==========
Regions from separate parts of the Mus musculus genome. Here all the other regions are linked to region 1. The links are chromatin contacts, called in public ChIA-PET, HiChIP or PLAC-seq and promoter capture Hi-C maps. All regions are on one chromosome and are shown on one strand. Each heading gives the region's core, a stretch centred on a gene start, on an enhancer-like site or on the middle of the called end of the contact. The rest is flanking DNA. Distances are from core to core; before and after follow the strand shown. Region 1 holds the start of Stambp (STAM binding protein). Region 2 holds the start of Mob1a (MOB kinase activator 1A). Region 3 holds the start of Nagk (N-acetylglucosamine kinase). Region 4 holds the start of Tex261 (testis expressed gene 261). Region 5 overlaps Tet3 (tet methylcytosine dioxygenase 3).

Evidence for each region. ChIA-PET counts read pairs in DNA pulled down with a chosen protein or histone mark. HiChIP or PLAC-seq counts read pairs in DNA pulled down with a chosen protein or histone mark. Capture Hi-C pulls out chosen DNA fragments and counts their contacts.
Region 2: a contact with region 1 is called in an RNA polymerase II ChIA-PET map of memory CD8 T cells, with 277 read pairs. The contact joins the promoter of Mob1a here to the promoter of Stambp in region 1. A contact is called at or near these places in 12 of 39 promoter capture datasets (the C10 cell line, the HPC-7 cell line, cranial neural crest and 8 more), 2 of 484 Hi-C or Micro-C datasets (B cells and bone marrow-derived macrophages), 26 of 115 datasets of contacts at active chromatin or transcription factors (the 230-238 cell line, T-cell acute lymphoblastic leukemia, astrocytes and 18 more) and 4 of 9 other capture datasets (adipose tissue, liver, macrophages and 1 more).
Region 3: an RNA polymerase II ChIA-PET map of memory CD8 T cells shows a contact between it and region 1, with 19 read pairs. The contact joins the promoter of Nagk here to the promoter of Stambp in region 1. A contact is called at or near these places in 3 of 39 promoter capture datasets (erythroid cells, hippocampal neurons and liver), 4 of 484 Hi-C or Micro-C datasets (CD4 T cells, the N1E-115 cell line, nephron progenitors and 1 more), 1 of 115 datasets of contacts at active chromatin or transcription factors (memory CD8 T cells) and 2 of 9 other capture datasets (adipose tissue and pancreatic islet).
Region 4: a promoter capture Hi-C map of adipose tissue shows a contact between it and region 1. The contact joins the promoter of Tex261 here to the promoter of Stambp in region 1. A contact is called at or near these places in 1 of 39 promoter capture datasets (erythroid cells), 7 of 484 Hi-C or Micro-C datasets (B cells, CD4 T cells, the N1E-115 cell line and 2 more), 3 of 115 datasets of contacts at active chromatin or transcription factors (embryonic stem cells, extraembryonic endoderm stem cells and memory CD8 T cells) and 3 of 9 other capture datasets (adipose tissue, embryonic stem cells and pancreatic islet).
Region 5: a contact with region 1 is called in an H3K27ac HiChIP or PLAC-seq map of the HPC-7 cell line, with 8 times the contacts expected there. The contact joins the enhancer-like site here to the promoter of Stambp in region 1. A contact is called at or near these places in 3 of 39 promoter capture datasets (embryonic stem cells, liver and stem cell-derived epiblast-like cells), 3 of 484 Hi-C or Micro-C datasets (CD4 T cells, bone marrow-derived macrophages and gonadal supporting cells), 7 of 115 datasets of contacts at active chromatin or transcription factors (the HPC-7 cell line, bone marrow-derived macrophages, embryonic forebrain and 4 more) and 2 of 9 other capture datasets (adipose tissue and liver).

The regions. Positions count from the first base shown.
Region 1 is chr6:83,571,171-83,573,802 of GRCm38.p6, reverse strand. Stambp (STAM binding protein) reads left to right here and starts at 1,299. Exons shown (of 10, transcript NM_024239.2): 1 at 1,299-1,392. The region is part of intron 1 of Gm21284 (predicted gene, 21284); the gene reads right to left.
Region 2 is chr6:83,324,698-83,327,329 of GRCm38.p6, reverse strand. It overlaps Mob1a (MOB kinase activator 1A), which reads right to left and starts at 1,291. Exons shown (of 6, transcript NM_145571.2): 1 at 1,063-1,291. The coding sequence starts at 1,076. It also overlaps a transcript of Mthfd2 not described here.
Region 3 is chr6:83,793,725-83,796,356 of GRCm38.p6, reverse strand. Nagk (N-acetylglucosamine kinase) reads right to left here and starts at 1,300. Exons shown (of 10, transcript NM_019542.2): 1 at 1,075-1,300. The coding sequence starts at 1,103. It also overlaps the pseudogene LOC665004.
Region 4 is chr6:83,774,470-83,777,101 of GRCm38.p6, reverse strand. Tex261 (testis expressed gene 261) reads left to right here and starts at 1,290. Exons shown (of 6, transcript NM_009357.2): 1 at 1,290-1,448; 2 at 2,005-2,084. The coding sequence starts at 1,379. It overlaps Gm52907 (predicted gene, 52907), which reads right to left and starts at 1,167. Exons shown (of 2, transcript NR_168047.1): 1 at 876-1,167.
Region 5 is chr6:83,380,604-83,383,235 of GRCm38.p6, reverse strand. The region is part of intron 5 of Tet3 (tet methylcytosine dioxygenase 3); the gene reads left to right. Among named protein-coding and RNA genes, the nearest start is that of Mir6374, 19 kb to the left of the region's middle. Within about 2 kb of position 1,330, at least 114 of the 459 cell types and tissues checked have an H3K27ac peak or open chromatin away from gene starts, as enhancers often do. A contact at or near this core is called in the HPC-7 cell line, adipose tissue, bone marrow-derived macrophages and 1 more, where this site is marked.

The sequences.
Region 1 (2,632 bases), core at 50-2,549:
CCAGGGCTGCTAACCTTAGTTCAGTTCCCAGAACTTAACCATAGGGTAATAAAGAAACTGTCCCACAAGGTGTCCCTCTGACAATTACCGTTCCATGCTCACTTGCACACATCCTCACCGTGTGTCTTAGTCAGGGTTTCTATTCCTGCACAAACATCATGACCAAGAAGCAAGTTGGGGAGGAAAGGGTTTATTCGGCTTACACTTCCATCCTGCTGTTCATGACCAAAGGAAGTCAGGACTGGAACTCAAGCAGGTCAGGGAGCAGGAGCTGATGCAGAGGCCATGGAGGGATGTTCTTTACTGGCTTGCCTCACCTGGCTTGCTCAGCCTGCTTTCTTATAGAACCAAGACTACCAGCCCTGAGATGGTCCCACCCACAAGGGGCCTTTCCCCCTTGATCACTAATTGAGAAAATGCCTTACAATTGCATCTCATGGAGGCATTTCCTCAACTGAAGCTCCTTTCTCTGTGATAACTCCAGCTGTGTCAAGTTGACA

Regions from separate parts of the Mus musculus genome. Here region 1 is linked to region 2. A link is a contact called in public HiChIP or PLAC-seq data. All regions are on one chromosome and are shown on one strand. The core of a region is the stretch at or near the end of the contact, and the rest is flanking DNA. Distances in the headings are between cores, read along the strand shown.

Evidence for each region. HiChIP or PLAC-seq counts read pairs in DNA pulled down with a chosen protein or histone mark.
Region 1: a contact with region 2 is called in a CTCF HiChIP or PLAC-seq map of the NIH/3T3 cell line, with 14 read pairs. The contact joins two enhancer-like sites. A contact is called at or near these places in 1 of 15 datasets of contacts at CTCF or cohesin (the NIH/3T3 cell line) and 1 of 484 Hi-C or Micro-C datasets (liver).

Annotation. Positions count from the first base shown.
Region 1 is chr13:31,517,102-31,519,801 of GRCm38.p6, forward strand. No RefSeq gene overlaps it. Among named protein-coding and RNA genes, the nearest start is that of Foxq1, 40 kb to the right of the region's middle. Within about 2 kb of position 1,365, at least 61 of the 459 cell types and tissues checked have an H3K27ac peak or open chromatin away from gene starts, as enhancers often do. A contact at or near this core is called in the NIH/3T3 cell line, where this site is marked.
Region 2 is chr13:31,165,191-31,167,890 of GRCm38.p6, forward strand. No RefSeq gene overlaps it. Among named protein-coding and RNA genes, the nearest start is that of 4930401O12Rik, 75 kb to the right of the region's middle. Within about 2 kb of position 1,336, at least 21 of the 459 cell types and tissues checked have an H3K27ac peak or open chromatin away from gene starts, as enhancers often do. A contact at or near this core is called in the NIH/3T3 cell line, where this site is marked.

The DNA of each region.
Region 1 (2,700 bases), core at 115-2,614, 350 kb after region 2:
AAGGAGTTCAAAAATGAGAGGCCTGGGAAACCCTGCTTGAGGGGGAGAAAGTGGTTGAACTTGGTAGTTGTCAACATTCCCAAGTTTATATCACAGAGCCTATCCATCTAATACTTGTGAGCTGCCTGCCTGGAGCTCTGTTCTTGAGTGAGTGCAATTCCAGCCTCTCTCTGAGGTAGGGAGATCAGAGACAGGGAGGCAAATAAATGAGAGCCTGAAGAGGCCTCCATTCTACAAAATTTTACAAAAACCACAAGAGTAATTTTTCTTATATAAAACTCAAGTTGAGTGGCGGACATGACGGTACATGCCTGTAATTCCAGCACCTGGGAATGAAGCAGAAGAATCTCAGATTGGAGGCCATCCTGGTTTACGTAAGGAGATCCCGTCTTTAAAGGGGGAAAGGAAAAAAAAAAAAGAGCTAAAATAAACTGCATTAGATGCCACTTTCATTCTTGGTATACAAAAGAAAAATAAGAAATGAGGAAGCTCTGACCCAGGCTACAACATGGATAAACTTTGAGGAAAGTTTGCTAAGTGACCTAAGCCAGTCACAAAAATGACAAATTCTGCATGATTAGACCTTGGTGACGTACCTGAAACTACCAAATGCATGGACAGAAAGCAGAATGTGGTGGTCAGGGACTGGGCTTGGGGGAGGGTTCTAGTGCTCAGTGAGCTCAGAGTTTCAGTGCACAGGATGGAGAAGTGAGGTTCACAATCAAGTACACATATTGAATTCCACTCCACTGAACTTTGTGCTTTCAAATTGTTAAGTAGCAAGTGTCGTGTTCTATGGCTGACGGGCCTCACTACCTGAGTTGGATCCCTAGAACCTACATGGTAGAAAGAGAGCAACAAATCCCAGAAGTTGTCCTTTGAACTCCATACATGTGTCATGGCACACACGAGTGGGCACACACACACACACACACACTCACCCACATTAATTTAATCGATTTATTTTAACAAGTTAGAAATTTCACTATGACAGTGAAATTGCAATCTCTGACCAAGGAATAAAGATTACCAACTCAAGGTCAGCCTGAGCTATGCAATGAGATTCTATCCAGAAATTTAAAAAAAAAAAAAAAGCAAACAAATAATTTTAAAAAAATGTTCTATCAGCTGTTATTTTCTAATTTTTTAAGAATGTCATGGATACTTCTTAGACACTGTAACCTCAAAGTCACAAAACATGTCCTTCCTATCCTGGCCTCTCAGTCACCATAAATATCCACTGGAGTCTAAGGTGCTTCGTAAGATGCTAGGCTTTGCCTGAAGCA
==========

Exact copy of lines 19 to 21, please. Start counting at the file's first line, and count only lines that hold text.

Annotation. Positions count from the first base shown.
Region 1 is chr13:31,517,102-31,519,801 of GRCm38.p6, forward strand. No RefSeq gene overlaps it. Among named protein-coding and RNA genes, the nearest start is that of Foxq1, 40 kb to the right of the region's middle. Within about 2 kb of position 1,365, at least 61 of the 459 cell types and tissues checked have an H3K27ac peak or open chromatin away from gene starts, as enhancers often do. A contact at or near this core is called in the NIH/3T3 cell line, where this site is marked.
Region 2 is chr13:31,165,191-31,167,890 of GRCm38.p6, forward strand. No RefSeq gene overlaps it. Among named protein-coding and RNA genes, the nearest start is that of 4930401O12Rik, 75 kb to the right of the region's middle. Within about 2 kb of position 1,336, at least 21 of the 459 cell types and tissues checked have an H3K27ac peak or open chromatin away from gene starts, as enhancers often do. A contact at or near this core is called in the NIH/3T3 cell line, where this site is marked.